Servings 8 Carries, 2 Shauns
Calories 390 kcal

Ingredients

  • 1 cup sugar
  • 2 TBSP Cinnamon
  • 4 whole eggs
  • 2 cups milk - 2% You can actually use red wine for this or port.
  • 1 loaf bread better if it's stale - make 16 slices
  • some oil - to fry it in

Instructions

  1. Mix the sugar and cinnamon until blended. Smell it. It smells like home. Start writing a poem about home. Spill the sugar on the counter. Resist the urge to lick it. You are not a dog. You are a writer. But wow... yeah... sugar.

  2. So, in something shallow like a pie plate, whisk the eggs and milk together. Realize you have no desire to lick this. Wonder why you didn't use wine instead. Hemingway would be so disappointed in you. Damn it, so would your avó. Wonder if you should start over. Realize that would be wasting milk and eggs. You have not sold enough books to waste milk and eggs. Why can't you actually be Hemingway? He would not mess up like this.

    Cry.

  3. Dip the bread in the milk (or port or wine) and egg mixture. Soak it lightly. 

  4. Find a skillet. Heat an inch of oil. Yes, an inch. I know! I know! Get it to about 350 degrees Fahrenheit. 

  5. Take bread slice out of wet mixture. Shake off the extra liquid. 

  6. Fry bread about 2 minutes on each side, maybe 3. It should be golden brown. Now dip it in the sugar/cinnamon. Be careful, the bread will be super hot. USE UTENSILS LIKE TONGS! Do not try to be stupid-tough like a nature writer or a Hemingway. Writers burn.

  7. Repeat with all your slices.

  8. There are variations here. 

    You can have the milk/wine/port and egg mixtures as separate dips and not mixed together. People in my family are just sort of lazy, honestly. If you do it this way, then soak it in milk and then dip in the egg. Again, try to get rid of the excess back in the bowl.

    You can make a sugar-syrup type mix and drizzle or coat the toast with that. To do this take honey or maple syrup and the same amount of water. Heat it up. Then dip the bread into the hot syrup.  

Recipe Notes

There are variations to this recipe. Probably as many variations as there are grandmothers. So, please don't get all angry if this is the one you didn't grow up with. I only know my own family. BUT I would love to hear about yours, and their variations!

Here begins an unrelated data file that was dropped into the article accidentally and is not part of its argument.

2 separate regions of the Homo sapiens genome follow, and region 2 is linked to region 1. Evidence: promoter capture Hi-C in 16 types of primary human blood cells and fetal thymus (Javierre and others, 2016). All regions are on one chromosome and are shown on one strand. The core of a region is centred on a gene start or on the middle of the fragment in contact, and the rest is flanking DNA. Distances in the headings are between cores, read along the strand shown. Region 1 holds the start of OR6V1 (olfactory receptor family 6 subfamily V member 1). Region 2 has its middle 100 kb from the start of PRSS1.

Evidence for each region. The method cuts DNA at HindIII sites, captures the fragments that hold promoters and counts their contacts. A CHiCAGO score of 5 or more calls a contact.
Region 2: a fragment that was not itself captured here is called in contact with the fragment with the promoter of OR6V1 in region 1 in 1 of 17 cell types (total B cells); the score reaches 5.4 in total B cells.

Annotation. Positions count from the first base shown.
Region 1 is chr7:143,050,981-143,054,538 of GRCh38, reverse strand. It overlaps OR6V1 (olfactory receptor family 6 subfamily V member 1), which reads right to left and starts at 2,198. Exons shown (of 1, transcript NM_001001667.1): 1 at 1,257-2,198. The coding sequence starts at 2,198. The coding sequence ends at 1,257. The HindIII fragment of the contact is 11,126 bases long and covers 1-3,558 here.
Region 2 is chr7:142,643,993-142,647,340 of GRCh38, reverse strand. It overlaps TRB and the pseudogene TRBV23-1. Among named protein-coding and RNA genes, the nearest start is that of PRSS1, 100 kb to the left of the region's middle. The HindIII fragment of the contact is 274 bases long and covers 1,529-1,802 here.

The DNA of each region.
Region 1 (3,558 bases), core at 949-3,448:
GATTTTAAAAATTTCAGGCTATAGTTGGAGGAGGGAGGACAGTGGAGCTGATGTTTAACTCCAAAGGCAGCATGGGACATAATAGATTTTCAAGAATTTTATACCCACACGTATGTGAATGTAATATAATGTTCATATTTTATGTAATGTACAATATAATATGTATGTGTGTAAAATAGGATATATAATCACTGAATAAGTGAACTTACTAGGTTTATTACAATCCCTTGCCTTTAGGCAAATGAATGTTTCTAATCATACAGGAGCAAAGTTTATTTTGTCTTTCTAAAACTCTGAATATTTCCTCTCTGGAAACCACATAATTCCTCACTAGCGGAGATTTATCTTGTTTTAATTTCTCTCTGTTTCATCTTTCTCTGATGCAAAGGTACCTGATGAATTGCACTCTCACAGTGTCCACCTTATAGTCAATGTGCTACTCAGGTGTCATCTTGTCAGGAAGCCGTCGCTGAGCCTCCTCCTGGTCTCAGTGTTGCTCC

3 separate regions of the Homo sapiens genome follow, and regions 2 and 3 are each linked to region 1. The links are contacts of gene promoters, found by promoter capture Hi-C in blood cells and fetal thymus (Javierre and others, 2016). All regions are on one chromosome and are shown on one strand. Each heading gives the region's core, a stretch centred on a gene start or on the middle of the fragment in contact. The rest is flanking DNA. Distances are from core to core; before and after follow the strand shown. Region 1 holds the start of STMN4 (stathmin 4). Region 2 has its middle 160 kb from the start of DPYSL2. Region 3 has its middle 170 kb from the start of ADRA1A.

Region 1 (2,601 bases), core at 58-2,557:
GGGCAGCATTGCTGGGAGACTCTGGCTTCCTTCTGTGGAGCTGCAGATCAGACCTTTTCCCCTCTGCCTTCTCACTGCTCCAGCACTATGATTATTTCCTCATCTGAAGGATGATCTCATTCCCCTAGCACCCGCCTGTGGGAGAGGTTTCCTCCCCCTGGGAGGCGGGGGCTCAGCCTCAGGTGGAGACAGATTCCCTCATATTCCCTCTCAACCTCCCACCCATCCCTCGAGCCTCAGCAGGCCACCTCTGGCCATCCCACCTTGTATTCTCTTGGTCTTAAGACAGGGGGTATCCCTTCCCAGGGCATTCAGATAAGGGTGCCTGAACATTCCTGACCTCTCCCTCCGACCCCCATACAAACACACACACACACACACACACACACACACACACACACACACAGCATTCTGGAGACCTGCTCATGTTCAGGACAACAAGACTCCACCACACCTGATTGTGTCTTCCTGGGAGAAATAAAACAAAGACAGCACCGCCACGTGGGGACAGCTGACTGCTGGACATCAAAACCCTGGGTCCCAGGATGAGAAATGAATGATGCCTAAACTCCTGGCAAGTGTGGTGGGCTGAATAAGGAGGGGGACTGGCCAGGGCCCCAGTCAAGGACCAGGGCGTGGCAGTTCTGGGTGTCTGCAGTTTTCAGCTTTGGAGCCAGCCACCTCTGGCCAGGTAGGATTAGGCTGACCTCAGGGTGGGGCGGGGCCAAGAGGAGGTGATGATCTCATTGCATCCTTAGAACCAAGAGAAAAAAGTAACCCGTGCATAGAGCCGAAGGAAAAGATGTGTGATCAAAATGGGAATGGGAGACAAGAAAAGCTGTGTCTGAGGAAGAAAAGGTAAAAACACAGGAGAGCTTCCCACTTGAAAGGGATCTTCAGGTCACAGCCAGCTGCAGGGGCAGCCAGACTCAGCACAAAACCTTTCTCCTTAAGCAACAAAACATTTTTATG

Writing News

Carrie’s  super excited about the upcoming TIME STOPPERS book coming out this August.

This middle grade fantasy series happens in Acadia National Park in Bar Harbor, Maine and it’s all about friendship and magic and kids saving their magical town.

An imaginative blend of fantasy, whimsy, and suspense, with a charming cast of underdog characters . . . This new fantasy series will entice younger fans of Harry Potter and Percy Jackson.” –  School Library Journal

 

“Sticks the landing . . . The world building is engaging . . . between the decidedly wonderful residents and the terrifying monsters who plague them.” –  BCCB

 

“Amid the magic, spells, adventure, and weirdness of this fantasy are embedded not-so-subtle life lessons about kindness, friendship, and cooperation.” –  Booklist

 

“A wild and fresh take on fantasy with an intriguing cast of characters. Dangerous and scary and fun all rolled into one. In the words of Eva the dwarf, I freaking loved it!” –  Lisa McMann, New York Times bestselling author of The Unwanteds series

 

“Effervescent, funny, and genuine.” –  Kirkus Reviews

It’s quirky. It’s awesome. It’s full of heart. You should go by the first two books now. 🙂

 

 

 

CARRIE’S BOOKS

For a complete round-up of Carrie’s 16-or-so books, check out her website. And if you like us, or our podcast, or just want to support a writer, please buy one of those books, or leave a review on a site like Amazon. Those reviews help. It’s all some weird marketing algorhthym from hell, basically.

OUR PODCAST DOGS ARE SMARTER THAN PEOPLE.

Thanks to all of you who keep listening to our weirdness as we talk about random thoughts, writing advice and life tips.

We’re sorry we laugh so much… sort of. Please share it and subscribe if you can.

Please rate and like us if you are feeling kind, because it matters somehow.

The Poet Who Saw Me – Wednesday Writing Wisdom

When I was a kid at Bates College, I spent a lot of my time feeling like less. My family had been kind of poor after my step-father died. My nana would stand in line to get us big orange blocks of commodity cheese for the week to supplement our $30 grocery budget Every  week my mom would yell at her that we didn’t need that. She always took it.

My mom didn’t answer the phone because she was so afraid of credit card companies calling.  She’d make me do it and lie that she wasn’t there.

I still hate answering the phone, even the cell phone, even when it has caller ID.

Anyway, when I went to college I wanted to forget all that. I wanted to be an intellectual like everyone else. I wanted to have gone to private school in Manhattan or Conneticut, have a summer home in the Hamptons and clothes that weren’t from K-Mart, which was sort of the WalMart equivalent back then, but worse.

I got over all that because I knew it was pretty shallow. What I had a harder time getting over was class issues that had less to do with materialism and more to do with hatred and intellectual history.

In one of my directing classes, one of the sexier straight guys actually announced about Beckett, “People who are not wealthy don’t care about this. A truck driver doesn’t watch public television or listen to NPR. They don’t care, they’re too busy humping and eating and drinking.”